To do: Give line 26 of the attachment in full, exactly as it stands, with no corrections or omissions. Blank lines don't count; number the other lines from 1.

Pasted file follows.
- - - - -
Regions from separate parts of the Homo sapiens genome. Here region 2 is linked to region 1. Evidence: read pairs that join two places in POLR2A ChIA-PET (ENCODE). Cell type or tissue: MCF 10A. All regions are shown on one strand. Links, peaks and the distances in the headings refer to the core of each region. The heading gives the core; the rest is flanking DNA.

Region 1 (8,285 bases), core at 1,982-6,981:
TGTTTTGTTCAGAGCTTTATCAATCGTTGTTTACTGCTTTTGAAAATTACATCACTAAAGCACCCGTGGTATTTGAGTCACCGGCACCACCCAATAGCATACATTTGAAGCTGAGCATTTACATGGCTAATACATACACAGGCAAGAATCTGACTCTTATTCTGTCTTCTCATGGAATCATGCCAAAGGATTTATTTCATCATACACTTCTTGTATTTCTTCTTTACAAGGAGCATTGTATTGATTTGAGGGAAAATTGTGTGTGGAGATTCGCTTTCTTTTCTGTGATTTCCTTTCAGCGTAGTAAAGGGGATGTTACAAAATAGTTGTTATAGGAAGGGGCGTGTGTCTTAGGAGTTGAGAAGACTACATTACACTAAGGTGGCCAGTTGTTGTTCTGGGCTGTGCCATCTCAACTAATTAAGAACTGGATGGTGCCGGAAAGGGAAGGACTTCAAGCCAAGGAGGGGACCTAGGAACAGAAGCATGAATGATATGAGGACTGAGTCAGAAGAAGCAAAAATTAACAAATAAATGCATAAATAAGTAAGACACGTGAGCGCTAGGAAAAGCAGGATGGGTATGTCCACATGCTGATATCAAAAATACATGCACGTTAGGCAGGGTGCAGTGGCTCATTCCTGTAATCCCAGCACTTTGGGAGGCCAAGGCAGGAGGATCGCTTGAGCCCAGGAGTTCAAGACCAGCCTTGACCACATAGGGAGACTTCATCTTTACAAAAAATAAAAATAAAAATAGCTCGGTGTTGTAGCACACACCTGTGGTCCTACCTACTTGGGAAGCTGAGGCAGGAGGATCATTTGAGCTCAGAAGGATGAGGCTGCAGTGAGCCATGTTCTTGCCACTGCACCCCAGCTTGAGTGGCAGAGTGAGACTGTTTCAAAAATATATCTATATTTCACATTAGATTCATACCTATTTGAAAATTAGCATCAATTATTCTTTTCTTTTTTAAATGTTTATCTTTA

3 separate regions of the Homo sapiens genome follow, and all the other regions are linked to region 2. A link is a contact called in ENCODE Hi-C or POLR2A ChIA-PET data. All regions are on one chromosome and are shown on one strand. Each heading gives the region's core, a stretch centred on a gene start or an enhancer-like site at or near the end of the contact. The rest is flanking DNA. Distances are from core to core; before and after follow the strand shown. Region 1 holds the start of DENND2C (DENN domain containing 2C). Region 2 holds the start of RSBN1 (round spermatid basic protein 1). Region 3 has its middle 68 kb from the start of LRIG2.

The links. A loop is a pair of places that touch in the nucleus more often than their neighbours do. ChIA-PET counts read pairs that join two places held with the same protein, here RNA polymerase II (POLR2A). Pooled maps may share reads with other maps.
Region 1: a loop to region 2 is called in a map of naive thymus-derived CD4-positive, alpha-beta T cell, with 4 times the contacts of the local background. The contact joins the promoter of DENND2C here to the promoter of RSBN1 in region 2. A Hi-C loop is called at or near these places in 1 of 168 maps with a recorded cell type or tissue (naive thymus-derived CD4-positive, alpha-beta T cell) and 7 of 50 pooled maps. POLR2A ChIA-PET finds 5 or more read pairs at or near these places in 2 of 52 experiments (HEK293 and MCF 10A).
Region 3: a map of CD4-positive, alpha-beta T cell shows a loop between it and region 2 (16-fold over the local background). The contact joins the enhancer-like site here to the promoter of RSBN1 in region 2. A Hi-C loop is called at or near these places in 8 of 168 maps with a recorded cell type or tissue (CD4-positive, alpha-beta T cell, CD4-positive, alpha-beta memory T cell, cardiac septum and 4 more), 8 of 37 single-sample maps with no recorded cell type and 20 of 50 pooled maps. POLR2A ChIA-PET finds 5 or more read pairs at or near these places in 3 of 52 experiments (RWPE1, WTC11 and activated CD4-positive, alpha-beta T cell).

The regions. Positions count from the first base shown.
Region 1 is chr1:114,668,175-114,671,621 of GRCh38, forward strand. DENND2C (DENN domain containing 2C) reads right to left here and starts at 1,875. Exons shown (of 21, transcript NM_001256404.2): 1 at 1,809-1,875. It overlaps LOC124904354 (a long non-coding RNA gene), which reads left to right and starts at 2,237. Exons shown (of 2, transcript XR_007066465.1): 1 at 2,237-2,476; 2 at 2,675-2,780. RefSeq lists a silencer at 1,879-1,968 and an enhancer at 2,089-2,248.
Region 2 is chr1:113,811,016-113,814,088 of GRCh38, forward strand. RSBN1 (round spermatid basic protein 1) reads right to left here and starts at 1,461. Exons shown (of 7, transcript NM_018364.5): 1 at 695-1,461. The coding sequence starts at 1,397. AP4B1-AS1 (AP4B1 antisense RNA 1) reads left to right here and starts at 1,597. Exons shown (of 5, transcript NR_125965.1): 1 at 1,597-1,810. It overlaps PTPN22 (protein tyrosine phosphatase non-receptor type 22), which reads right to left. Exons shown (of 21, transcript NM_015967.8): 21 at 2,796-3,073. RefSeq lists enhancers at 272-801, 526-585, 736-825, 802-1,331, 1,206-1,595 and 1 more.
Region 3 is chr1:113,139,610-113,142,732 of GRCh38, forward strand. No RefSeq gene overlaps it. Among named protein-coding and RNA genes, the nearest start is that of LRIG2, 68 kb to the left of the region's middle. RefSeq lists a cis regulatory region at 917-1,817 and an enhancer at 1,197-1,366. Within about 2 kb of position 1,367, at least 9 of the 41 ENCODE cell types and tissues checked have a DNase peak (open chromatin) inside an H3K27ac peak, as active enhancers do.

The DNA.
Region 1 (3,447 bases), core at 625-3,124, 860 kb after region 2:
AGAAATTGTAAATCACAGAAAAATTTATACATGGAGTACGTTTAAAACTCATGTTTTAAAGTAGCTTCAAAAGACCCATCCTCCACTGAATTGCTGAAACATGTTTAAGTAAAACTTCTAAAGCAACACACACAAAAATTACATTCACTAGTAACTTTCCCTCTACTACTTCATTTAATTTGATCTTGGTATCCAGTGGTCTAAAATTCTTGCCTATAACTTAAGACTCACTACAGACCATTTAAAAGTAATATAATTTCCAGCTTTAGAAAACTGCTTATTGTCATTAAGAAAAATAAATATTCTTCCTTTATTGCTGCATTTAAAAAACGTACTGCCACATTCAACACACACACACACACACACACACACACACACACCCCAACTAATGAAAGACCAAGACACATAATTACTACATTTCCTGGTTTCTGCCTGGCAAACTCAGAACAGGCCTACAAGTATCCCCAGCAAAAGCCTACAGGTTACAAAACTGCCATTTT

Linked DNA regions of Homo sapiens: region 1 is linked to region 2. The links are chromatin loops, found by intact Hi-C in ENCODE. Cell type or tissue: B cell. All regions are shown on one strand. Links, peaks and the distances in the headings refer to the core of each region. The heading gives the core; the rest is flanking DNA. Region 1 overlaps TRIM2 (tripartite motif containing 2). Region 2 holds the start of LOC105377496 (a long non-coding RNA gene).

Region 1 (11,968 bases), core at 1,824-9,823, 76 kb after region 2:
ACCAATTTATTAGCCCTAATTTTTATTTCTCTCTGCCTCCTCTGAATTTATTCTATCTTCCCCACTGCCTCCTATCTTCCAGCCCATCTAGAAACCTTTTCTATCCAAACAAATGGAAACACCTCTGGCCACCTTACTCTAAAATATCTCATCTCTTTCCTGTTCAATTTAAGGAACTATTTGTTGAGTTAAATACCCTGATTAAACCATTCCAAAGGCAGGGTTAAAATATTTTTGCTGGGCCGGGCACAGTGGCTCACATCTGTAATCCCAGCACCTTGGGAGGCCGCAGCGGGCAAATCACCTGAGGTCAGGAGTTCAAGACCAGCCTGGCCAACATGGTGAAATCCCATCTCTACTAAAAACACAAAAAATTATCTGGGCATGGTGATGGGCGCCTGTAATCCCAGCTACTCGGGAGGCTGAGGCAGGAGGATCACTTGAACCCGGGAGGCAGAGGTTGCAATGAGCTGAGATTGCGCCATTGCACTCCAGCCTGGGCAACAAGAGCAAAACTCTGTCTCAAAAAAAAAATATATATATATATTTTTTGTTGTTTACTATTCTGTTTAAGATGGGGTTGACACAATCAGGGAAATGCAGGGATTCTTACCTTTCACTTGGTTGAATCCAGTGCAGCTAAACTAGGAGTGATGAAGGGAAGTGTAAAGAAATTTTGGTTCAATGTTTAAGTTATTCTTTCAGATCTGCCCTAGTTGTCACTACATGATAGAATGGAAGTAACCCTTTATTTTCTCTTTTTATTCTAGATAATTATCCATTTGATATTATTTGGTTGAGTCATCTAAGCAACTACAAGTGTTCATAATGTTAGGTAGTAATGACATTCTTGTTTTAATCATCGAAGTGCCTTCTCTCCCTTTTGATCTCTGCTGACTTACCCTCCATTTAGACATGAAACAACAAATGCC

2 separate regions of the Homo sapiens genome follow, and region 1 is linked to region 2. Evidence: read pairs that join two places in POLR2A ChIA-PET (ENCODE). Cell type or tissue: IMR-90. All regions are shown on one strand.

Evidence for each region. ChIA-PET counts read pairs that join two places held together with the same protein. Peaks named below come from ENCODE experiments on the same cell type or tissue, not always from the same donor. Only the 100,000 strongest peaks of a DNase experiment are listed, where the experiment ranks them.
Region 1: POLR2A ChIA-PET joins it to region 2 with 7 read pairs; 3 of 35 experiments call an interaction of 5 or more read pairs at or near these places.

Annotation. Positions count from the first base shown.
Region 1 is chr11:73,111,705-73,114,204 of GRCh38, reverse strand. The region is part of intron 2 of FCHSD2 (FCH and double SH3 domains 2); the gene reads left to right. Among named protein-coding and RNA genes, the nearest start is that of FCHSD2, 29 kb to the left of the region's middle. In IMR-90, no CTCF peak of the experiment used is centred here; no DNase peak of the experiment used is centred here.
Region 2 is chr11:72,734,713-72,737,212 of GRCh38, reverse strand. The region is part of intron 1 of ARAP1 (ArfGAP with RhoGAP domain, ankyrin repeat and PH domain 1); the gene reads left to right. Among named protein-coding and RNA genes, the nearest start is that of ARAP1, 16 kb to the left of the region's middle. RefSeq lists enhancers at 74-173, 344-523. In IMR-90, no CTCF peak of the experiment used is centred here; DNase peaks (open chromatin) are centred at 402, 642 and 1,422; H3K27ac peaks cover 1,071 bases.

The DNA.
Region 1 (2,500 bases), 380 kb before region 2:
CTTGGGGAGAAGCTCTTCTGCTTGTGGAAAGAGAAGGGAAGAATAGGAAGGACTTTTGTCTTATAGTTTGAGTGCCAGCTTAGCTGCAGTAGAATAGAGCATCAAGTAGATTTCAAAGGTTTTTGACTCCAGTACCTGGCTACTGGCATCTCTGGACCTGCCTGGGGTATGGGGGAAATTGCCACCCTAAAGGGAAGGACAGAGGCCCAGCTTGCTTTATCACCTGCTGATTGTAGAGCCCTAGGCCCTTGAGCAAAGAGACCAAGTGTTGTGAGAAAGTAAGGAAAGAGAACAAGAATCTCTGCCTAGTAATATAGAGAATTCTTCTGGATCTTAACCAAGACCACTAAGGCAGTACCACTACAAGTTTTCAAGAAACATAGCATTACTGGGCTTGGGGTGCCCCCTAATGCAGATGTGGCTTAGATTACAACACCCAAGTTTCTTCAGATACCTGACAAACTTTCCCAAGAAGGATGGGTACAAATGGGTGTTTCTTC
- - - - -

CTTGGGGAGAAGCTCTTCTGCTTGTGGAAAGAGAAGGGAAGAATAGGAAGGACTTTTGTCTTATAGTTTGAGTGCCAGCTTAGCTGCAGTAGAATAGAGCATCAAGTAGATTTCAAAGGTTTTTGACTCCAGTACCTGGCTACTGGCATCTCTGGACCTGCCTGGGGTATGGGGGAAATTGCCACCCTAAAGGGAAGGACAGAGGCCCAGCTTGCTTTATCACCTGCTGATTGTAGAGCCCTAGGCCCTTGAGCAAAGAGACCAAGTGTTGTGAGAAAGTAAGGAAAGAGAACAAGAATCTCTGCCTAGTAATATAGAGAATTCTTCTGGATCTTAACCAAGACCACTAAGGCAGTACCACTACAAGTTTTCAAGAAACATAGCATTACTGGGCTTGGGGTGCCCCCTAATGCAGATGTGGCTTAGATTACAACACCCAAGTTTCTTCAGATACCTGACAAACTTTCCCAAGAAGGATGGGTACAAATGGGTGTTTCTTC